Hidden St Christopher statue discovered in Lydiard church
A statue of St Christopher thought to have been concealed by a stone mason in the 16th century has been discovered in a hidden wall in a medieval church.
Conservation students working at St Mary's Church in Lydiard Tregoze near Swindon made the discovery while working on a restoration project.
Wall paintings in the church, which dates back to the 11th Century, were whitewashed in the English Reformation.
Paul Gardner, from the project, described the find as "very exciting".
He said a wall plaque was removed which revealed an "amazing niche" that was "very ornate for its time" and "stuffed full of rubble and muddy lime-wash".
"The workers pulled a piece of innocuous rubble out and could see a little face staring back at them. It revealed a head thought to be that of a statue of St Christopher."
Mr Gardner thinks it was hidden by a stonemason ordered to destroy religious artefacts as part of the Reformation era which saw churches vandalised and desecrated.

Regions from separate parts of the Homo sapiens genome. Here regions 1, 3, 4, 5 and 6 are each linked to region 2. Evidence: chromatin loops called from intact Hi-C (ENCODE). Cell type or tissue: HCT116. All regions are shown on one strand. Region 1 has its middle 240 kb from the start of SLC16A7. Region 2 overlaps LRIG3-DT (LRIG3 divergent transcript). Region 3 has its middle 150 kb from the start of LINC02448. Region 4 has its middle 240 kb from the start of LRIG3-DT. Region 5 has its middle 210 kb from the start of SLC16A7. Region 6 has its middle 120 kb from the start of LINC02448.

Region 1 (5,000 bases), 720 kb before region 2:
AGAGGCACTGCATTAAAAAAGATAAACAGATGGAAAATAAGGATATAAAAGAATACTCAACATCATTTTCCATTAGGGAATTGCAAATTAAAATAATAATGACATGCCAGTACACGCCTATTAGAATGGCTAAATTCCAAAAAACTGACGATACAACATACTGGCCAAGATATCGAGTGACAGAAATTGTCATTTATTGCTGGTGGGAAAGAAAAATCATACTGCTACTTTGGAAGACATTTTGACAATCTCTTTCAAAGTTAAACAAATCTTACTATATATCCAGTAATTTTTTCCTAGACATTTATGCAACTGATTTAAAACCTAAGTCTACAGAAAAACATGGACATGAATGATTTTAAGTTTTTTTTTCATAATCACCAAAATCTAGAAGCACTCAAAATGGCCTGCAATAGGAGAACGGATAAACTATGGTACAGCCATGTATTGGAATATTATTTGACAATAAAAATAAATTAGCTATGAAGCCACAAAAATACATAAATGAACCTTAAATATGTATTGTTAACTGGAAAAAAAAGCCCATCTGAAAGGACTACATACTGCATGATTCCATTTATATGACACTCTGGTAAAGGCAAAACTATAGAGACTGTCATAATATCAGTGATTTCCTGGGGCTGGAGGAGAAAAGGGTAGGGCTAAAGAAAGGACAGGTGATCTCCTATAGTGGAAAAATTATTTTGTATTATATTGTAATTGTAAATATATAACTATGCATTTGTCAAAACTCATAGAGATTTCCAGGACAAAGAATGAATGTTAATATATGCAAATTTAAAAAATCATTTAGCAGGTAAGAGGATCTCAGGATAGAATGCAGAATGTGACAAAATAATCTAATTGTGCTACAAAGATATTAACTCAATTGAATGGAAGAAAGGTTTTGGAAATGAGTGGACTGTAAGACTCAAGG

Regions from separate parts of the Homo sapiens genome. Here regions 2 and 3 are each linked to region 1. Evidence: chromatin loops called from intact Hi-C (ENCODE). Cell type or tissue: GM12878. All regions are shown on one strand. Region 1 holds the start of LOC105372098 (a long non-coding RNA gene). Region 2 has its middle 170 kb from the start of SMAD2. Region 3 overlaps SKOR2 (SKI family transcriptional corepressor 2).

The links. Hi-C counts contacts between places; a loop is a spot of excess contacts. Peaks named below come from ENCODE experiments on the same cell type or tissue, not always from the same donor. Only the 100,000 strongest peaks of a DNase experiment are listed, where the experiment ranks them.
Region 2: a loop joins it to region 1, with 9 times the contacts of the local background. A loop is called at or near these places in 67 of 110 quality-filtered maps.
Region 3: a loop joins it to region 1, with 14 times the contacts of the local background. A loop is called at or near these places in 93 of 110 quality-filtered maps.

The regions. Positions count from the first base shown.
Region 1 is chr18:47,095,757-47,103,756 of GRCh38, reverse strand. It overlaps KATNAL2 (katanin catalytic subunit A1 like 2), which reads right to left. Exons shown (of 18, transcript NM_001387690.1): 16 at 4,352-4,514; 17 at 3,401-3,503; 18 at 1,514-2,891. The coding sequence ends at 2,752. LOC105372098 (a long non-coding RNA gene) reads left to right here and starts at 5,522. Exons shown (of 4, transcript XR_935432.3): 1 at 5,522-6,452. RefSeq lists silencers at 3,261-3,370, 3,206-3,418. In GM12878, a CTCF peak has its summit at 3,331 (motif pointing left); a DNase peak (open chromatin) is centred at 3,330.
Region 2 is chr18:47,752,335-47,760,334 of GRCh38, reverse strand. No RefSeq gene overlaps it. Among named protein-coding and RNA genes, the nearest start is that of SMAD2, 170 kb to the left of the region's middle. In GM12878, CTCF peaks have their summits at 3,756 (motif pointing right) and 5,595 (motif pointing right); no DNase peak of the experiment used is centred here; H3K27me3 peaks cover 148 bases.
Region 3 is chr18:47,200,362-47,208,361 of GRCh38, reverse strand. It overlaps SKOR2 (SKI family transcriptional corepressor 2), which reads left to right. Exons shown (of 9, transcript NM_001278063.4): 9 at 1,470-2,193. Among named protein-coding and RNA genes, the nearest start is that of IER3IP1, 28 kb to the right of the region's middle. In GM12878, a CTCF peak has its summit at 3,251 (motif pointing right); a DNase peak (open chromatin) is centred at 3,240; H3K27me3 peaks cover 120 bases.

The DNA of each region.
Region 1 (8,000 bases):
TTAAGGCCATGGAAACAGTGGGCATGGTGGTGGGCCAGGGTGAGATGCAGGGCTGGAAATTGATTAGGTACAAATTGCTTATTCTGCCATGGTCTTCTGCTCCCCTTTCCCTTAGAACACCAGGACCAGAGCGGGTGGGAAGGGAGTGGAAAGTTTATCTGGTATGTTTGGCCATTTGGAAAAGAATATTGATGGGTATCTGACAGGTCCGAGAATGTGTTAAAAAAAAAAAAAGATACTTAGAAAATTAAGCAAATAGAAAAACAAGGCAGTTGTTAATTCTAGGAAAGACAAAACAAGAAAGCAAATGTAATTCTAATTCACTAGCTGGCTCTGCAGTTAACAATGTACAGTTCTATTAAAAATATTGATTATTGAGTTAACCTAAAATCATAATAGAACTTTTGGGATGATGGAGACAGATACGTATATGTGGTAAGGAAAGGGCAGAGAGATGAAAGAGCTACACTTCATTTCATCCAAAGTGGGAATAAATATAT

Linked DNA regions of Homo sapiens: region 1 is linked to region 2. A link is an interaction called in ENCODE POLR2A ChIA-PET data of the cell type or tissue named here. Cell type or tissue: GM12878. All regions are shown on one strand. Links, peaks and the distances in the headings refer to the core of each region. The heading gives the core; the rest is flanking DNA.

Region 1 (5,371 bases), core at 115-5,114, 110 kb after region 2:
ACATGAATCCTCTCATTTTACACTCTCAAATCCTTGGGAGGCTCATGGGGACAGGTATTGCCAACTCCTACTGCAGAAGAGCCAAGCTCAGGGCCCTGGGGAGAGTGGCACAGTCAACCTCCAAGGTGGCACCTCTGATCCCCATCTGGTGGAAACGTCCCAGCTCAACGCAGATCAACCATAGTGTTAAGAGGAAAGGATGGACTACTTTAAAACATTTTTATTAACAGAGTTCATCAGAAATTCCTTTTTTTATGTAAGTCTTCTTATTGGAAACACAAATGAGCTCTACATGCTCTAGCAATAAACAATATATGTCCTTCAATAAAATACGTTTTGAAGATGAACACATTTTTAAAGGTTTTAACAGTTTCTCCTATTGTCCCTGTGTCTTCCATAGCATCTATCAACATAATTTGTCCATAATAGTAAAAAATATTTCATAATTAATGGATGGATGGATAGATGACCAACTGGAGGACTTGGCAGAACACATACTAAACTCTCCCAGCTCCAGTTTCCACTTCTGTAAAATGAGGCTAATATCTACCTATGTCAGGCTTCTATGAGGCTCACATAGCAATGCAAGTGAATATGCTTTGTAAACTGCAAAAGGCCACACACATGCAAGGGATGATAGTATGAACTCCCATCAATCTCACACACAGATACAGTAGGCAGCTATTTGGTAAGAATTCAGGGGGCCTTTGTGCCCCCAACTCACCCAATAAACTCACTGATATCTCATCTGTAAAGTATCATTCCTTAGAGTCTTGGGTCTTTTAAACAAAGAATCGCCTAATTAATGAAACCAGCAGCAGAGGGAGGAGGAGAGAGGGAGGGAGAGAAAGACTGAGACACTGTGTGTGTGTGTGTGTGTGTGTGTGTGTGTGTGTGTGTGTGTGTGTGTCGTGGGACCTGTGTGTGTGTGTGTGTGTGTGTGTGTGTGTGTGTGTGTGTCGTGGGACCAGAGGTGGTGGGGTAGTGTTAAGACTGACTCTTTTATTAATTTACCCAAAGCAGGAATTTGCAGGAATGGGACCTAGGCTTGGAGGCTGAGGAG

"They must have been upset to have to break these things up," he said.
"One of them must have... quickly slipped that head in the niche hoping one day someone would come along and open it up and rediscover the head of St Christopher.
"They were doing their best to try and send a message to salvage those pieces over the centuries."
Mr Gardner said the niche and statue will form a display when restoration work is complete, along with a newly discovered medieval patterned wall painting.
The restoration of the Grade I listed building has been funded by a grant from the National Lottery Heritage Fund and it is expected to be completed early next year.